Ford names ex-Lucid Motors exec as next CFO, promotes current chief

Business

Ford’s Chief Financial Officer John Lawler and Linda Zhang, chief engineer for the company’s All Electric F-150 Lightning, participate in the opening bell ceremony at the New York Stock Exchange, April 28, 2022.

Brendan Mcdermid | Reuters

Ford Motor on Friday named the former chief financial officer of electric-vehicle startup Lucid to replace its current CFO, who is being promoted to closely oversee the company’s ongoing turnaround plan, the company said in a press release. 

The ex-Lucid executive, Sherry House, will join Ford first as finance vice president in early June. In that position, she’ll be working to transition into the CFO role by early 2025, according to the release.

In the meantime, current CFO John Lawler will continue in his position while expanding his role to become vice chair.

Lawler has been CFO since October 2020. During this time, he helped build the company’s Ford+ turnaround plan to make Ford more efficient and profitable as the company worked to expand current operations and invest billions in electric vehicles.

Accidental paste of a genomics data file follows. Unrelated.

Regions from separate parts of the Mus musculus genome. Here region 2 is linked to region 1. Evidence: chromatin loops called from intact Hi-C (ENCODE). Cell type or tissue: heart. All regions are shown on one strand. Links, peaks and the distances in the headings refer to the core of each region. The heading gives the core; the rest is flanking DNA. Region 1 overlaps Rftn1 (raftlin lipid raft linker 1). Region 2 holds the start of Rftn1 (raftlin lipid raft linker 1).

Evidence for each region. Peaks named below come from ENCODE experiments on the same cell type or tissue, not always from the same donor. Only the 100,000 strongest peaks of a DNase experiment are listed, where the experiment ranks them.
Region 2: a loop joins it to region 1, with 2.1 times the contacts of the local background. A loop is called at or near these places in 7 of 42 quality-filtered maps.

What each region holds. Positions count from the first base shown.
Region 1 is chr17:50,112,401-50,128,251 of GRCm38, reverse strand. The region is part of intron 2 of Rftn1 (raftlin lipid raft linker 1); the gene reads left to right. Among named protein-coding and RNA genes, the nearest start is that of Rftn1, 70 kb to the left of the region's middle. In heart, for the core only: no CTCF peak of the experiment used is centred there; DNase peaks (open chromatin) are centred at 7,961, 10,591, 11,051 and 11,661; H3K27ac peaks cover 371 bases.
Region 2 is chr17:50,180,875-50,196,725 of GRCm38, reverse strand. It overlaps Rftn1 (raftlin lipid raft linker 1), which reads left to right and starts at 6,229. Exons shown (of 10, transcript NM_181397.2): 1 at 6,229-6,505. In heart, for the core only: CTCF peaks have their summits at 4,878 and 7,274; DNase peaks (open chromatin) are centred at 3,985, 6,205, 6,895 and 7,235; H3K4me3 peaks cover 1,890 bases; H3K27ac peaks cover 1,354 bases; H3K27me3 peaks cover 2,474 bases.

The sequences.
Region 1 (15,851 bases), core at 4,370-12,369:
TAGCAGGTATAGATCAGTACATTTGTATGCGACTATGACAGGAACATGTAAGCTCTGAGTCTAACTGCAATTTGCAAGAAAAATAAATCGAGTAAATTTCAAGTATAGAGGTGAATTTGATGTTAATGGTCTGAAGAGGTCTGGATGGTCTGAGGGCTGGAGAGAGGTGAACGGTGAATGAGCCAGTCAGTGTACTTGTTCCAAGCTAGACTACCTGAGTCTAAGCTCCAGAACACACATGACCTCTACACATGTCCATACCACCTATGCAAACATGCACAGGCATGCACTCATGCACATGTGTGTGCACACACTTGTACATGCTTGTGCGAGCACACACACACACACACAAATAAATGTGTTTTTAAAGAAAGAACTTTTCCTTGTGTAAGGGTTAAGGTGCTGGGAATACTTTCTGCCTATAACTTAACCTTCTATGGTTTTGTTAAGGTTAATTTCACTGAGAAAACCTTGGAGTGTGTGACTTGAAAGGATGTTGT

Ford has faced years of inflated warranty costs, including $1.9 billion in 2023. The company last year said it has a $7 billion to $8 billion annual disadvantage compared with traditional rivals due to production costs, quality issues and other operational inefficiencies.

The move comes as Ford ramps up its focus on electric vehicles. The automaker’s U.S. sales jumped 10.5% in February 2024 compared with sales in February 2023, thanks to increases in its all-hybrid and all-electric vehicle sales. The results included an 81% jump in all-electric vehicles. 

“Make no mistake, EVs are coming, EVs are part of the future,” Lawler told CNBC back in February.

Still, the unit is not yet profitable. As part of its 2024 guidance, first released in February, Ford said it expected its EV business to lose between $5 billion and $5.5 billion this year.  

House served as CFO at Lucid Motors for nearly three years until last December. Over that time, the company went public, started producing and delivering its luxury EVs, and opened manufacturing plants in the U.S. and Saudi Arabia. She’s also held roles at Alphabet-backed autonomous-driving technology company Waymo and General Motors.

“Sherry adds an important leadership dimension to Ford as we urgently build a profitable EV business, generate new and recurring revenue streams, and create a more dynamic and resilient company,” Ford President and CEO Jim Farley said in the release. 

Ford reorganized its operations in 2022, splitting EVs and legacy autos into two separate units to streamline the growing EV business and maximize profits.

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